The general characteristics on admission of the 485 included patients are shown in Table 1. Fifty-nine patients were treated as outpatient or finished their treatment at home, all other patients were treated as inpatients. None of the patients had serum creatinine levels measured in The Harbour Hospital prior to admission; the premorbid creatinine levels were, therefore, calculated according to the described method to subsequently apply the KDIGO classification. AKI, defined as a KDIGO stage 1, 2 or 3, was seen in 39 (8 %) of all 485 patients with imported falciparum malaria and in 23 (38 %) of the 61 patients with severe malaria. Immunity differed significantly between the groups with and without AKI, with non-immunes being over-represented in the AKI group. The use of potentially nephrotoxic co-medication (non-steroidal anti-inflammatory drugs (NSAIDs), ACE-inhibitors, diuretics or lithium) did not differ significantly between groups. Pulse rate was significantly higher in the AKI group and the systolic blood pressure was significantly lower in comparison to patients without AKI. Apart from creatinine and urea, also leukocytes, C-reactive protein (CRP), creatinine, total bilirubin, lactate, lactate dehydrogenase (LDH), alanine transaminase (ALAT), aspartate transaminase (ASAT) and parasite load levels were all significantly higher in the AKI group, while thrombocytes and serum sodium levels were significantly lower. There was no significant difference in the number of patients with circulatory shock between the two groups (three in the AKI group versus 13 in the no-AKI group. Severe malaria was significantly more common in the AKI group, as might be anticipated since AKI is one of the defining criteria for severe malaria (see Additional file 3). There were two deaths, both in the AKI group.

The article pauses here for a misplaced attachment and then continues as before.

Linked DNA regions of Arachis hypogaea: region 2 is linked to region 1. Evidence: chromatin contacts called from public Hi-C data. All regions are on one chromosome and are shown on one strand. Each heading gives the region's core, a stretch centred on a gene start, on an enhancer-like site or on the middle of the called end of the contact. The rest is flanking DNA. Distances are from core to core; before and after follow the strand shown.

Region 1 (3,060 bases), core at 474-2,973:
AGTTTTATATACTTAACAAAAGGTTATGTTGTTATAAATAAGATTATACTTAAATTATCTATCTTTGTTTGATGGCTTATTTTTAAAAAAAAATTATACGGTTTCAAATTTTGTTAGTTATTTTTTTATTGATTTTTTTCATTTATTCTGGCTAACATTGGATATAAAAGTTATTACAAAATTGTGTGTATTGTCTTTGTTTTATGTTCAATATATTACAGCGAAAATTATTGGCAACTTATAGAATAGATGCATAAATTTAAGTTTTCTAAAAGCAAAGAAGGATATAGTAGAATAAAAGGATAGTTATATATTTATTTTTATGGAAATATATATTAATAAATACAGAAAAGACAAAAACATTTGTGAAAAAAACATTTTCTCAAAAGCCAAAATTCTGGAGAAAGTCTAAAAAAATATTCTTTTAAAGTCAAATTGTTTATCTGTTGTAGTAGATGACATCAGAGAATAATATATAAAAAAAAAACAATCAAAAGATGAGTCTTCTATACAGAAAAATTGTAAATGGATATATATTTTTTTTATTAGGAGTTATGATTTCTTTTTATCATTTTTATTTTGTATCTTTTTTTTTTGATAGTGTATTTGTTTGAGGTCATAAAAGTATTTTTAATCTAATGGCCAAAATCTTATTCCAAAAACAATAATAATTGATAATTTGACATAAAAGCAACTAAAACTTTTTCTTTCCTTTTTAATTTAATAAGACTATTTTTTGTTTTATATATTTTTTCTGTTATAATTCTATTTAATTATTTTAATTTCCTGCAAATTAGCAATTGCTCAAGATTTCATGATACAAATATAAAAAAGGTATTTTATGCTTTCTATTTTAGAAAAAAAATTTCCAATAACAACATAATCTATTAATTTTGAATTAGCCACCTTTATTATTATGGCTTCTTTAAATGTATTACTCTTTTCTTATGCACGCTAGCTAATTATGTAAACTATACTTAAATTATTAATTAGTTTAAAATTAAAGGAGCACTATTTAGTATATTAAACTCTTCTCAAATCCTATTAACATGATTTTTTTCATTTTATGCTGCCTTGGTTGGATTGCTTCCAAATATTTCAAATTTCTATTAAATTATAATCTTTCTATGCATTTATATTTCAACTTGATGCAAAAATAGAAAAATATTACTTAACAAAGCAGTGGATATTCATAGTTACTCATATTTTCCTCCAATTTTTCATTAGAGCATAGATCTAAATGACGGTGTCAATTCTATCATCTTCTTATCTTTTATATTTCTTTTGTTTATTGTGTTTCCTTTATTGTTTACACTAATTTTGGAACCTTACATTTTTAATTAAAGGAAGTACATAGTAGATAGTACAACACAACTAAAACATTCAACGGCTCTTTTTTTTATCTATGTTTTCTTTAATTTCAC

On admission, a concomitant infection was suspected in 64 patients and proven in 31 patients. Fourteen of these concerned a bacterial infection, of which five were in the AKI group (two with a pneumonia and three with an urinary tract infection). One of these had a positive blood culture with an Escherichia coli. All other blood cultures remained negative.
Deterioration of kidney function during admission
In 27 (69 %) of the 39 patients with AKI, kidney injury was already present at presentation; in the other twelve the initial KDIGO stage was 0. A deterioration of kidney function, defined as a progression of KDIGO stage during admission, was seen in 17 (44 %) of the 39 AKI patients. Eight patients eventually needed RRT; one of these patients had a normal renal function at initial presentation (Table 2). The maximal creatinine level was reached after a median of 0.3 days (range 0–3.4 days) in non-RRT patients. In the 8 RRT patients, creatinine levels rose maximally with 414 μmol (median 209 μmol) after a median of 1.3 days (range 0–3.4 days) before they were referred for dialysis.
KDIGO stage versus WHO defined malarial AKI
The 2014 WHO definition for renal failure, as a criteria for severe malaria, uses the serum creatinine level at a cut-off of 265 μmol/L. At initial presentation, this criterium was met by 19 of the 485 patients (4 %) or 31 % of patients with WHO defined severe malaria (19/61). Among these 19 patients are five of the eight patients (63 %) that eventually needed RRT. Using the KDIGO classification, seven of these eight patients (89 %) would have been identified; two classified as stage 2 and five as stage 3 at presentation.
Predictors for the outcome AKI
The receiver operating characteristics (ROC) curves of the evaluated variables are available as an Additional file 6: Figure S1. Multivariate logistic regression analysis revealed that age, leucocytes and thrombocytes were independently associated with AKI. However, they all had relatively poor positive predictive values for AKI despite acceptable negative predictive values (Table 3). Creatinine and urea were not entered in the multivariate analysis, as they belong to the defining criteria for AKI.